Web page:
11. As the main purpose of consolidating the market is gaining financial benefits, AT&T Company decided to use the method of acquisition. It stated that acquiring T-Mobile, another powerful operator, would solve some significant problems, namely destructive low pricing and innovations aggressively implemented, fighting for the market place. Although the benefits announced by AT&T seemed to be obvious, the government decided to give some thorough consideration to this question. After all, wireless mobile communication is an essential element of life for many Americans. In the USA, there are four major wireless connection providers: AT&T, T-Mobile, Sprint and Verizon. Each of them has an important market share, and eliminating AT&T means leaving the customers without reasonable prices on mobile communication. The Acting Attorney General mentioned this fact and added that the customers would also see the lack of innovations in case of the discussed acquisition (The United Sates Department of Justice, 2014). As a result, the Department of Justice finally decided that “the proposed $39 billion transaction would substantially lessen competition for mobile wireless telecommunications services across the United States, resulting in higher prices, poorer quality services, fewer choices and fewer innovative products for the millions of American consumers” (The United States Department of Justice, 2011, para. 2). The verdict of the U.S. Government is quite logic. It explains why it has decided not to contribute to a material profit a big-scale business of AT&T. Thinking ahead of the negative consequences that the customers would have was a reasonable decision. Not only has the U.S. Government managed to prevent the increase in prices for mobile services and ensure that some innovative ideas would be regularly implemented, but it also has managed to promote competition that can be a powerful engine for business development.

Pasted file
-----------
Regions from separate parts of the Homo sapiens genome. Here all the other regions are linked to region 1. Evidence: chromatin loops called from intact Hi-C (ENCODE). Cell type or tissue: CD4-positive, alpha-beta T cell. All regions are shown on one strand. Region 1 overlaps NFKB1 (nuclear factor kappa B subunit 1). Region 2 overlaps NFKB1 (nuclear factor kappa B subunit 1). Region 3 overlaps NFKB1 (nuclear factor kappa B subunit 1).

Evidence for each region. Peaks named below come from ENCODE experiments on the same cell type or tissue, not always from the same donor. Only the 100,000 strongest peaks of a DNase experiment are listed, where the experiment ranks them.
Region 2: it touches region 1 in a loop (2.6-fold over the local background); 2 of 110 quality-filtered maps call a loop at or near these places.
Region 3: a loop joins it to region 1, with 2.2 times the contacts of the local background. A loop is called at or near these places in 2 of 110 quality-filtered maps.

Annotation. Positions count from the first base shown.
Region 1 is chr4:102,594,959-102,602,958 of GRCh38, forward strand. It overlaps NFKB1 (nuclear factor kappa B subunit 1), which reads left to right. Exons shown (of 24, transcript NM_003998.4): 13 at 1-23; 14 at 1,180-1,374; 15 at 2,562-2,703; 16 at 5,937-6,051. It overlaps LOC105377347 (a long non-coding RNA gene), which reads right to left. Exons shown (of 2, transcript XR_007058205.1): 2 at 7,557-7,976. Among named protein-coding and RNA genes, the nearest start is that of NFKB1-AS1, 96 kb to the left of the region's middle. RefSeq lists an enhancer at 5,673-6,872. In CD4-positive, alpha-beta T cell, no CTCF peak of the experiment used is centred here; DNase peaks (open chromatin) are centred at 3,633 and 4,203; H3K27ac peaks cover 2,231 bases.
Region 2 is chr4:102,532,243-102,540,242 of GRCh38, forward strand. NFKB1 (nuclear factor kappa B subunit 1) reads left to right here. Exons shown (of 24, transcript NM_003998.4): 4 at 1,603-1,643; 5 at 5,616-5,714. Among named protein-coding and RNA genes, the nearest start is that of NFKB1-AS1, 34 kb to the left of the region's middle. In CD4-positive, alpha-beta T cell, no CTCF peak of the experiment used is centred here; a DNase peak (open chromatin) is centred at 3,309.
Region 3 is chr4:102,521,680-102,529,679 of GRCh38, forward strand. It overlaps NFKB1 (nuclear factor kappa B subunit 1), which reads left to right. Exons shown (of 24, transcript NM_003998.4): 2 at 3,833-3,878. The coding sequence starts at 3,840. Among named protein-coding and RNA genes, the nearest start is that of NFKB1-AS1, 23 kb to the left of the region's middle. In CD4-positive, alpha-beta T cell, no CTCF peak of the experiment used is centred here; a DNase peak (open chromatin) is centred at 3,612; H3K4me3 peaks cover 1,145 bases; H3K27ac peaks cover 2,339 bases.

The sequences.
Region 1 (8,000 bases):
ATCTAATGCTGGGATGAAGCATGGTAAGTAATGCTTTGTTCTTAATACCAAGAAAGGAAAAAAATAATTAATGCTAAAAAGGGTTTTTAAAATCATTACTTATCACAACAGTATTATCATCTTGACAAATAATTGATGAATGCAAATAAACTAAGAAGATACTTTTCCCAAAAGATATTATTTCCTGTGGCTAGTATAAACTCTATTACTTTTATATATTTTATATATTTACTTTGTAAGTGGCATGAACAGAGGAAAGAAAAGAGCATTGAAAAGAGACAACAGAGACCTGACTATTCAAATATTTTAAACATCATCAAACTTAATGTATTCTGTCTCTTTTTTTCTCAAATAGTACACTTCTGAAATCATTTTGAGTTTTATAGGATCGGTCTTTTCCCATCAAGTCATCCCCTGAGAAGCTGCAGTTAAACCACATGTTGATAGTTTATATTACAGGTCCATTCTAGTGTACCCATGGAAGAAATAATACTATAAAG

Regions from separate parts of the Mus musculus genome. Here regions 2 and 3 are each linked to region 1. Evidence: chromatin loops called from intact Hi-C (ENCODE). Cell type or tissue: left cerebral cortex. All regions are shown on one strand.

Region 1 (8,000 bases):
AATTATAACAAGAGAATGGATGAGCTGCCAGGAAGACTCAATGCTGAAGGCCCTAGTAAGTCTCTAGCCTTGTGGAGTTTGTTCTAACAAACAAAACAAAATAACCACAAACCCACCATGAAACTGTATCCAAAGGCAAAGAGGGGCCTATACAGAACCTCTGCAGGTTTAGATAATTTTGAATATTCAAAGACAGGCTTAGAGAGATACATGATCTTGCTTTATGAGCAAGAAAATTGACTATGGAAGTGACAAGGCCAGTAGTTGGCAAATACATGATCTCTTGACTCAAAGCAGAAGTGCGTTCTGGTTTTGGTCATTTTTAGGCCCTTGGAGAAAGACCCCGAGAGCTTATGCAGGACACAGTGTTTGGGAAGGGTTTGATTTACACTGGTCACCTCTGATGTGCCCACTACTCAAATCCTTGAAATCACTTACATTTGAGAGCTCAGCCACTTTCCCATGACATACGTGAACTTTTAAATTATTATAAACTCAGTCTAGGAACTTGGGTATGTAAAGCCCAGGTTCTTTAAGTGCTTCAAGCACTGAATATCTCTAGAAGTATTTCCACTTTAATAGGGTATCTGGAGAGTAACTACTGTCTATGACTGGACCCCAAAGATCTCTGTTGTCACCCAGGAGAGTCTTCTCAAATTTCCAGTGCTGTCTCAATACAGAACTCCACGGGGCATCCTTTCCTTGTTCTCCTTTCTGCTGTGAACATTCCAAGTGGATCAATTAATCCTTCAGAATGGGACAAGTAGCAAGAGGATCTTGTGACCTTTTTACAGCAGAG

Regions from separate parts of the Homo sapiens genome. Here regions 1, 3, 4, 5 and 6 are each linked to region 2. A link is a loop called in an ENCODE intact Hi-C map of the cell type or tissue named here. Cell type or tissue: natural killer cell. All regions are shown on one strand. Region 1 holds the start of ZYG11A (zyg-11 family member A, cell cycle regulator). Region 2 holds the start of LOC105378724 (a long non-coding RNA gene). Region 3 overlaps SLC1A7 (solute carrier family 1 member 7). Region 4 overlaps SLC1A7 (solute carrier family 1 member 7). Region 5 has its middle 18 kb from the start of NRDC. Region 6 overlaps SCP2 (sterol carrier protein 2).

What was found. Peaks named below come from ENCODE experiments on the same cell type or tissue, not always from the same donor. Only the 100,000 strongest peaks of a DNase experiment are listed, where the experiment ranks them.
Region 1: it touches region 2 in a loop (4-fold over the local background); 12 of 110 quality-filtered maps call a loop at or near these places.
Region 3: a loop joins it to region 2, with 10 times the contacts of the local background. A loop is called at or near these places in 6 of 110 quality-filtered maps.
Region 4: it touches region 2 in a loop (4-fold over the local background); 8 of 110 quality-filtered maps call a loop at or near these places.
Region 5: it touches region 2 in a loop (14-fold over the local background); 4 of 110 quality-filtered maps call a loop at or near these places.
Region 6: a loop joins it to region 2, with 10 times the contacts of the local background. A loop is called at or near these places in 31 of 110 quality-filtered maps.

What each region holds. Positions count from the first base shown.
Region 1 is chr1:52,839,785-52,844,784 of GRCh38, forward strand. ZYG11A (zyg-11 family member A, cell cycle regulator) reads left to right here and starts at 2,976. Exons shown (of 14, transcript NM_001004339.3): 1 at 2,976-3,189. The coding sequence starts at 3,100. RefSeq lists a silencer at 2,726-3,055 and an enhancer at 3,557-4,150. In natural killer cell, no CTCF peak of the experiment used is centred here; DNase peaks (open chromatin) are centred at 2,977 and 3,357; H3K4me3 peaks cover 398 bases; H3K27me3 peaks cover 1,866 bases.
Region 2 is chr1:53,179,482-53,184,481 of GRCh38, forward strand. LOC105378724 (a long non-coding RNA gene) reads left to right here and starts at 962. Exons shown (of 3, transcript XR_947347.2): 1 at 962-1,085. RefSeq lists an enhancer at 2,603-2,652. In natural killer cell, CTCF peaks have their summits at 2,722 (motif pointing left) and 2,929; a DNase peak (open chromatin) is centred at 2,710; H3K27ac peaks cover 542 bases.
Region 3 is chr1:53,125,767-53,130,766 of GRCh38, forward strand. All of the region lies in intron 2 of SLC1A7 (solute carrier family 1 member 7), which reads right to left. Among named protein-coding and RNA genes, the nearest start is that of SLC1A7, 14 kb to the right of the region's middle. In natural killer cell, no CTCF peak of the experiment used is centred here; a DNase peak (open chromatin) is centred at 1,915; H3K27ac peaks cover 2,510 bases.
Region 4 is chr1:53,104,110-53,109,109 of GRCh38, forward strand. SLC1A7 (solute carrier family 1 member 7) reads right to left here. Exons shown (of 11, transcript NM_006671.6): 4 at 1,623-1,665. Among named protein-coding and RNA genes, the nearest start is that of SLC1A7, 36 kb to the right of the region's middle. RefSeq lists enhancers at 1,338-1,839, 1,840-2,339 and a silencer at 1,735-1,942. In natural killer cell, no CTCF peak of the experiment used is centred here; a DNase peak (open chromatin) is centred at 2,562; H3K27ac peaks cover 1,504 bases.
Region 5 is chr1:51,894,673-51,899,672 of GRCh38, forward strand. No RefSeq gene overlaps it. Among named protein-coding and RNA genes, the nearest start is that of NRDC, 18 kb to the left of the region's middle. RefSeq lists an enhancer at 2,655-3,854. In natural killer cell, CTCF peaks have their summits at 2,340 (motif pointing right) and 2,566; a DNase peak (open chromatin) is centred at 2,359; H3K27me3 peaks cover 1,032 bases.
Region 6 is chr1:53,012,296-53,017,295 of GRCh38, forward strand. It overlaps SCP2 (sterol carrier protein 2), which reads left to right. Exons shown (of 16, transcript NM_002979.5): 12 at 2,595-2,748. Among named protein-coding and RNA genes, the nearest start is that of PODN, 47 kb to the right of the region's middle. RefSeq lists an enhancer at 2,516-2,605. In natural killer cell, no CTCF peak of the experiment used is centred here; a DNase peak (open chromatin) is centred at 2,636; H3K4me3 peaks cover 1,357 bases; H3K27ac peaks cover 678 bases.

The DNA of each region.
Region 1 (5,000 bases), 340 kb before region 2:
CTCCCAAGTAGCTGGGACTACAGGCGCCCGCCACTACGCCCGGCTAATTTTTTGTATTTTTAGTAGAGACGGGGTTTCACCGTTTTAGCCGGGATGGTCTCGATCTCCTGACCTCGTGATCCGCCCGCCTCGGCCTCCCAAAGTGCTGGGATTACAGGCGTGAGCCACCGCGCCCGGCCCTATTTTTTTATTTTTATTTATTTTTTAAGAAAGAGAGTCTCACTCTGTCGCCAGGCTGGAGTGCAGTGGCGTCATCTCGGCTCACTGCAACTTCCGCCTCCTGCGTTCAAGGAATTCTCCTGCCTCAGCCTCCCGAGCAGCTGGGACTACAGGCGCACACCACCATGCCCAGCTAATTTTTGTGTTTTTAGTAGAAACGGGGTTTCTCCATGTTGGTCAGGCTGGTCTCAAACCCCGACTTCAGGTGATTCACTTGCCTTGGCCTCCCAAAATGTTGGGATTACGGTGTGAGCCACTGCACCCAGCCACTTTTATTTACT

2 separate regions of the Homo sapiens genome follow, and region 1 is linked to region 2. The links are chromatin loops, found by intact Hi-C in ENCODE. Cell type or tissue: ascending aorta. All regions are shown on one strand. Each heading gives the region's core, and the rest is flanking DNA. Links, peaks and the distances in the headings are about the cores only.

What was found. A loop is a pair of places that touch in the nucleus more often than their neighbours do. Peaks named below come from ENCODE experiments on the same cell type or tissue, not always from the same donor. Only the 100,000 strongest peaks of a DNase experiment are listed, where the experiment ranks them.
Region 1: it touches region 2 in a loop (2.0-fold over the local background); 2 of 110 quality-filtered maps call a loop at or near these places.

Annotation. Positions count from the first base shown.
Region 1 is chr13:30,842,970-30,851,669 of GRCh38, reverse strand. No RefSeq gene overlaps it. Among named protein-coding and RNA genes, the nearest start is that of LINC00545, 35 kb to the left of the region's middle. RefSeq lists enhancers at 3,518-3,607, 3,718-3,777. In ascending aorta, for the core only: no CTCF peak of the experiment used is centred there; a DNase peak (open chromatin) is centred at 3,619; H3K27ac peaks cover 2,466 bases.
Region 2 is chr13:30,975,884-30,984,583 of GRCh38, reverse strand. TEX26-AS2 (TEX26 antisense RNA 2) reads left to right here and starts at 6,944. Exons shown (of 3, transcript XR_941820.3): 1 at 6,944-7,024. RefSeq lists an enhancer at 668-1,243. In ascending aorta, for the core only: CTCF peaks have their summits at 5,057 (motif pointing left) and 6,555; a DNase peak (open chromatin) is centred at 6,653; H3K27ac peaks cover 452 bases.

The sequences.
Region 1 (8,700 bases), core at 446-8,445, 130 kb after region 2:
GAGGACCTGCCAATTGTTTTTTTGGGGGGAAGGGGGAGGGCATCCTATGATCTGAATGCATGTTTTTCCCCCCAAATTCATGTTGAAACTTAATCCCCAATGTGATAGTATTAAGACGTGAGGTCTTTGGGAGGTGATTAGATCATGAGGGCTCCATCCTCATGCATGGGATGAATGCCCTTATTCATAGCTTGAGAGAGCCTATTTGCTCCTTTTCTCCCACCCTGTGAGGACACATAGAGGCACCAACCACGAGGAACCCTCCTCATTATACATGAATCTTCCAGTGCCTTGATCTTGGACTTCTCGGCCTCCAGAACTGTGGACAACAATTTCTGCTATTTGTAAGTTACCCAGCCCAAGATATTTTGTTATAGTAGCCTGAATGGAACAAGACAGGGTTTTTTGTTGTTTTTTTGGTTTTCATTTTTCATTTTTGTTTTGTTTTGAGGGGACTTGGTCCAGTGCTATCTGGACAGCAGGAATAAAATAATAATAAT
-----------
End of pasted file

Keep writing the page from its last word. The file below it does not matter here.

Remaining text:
12. In the USA, there exists quite a significant number of oligopolistic industries. The beer production, music industry, and airlines are among them. One of the brightest examples of oligopoly, representing not duopoly but consisting of 6 influential companies is the US Film Industry: Disney, Paramount, Warners, Columbia, 20th Century Fox and Universal) (Herriges, 2010). All these companies are powerful producers, but they are claimed to be fully dependent on the decisions of their owners, who do not know the traditions and professional atmosphere of Hollywood. As Barnes (2011) states, “Columbia Pictures, Paramount Pictures, 20th Century Fox, Universal Pictures and Warner all answer to bosses in New York. Walt Disney Studios is the sole major film operation that has a local owner” (para. 12). Disney has the greatest market share of approximately 28%. Knowledge of the local traditions of film production and business development contributes to the success of the company. The HHI of the U.S. film industry is 1,450, which confirms the fact of an existing oligopoly. It is a moderately concentrated (competitive) market (Herriges, 2010). The increases of the HHI indicate a decrease in competition and an increase of a market power within the oligopoly.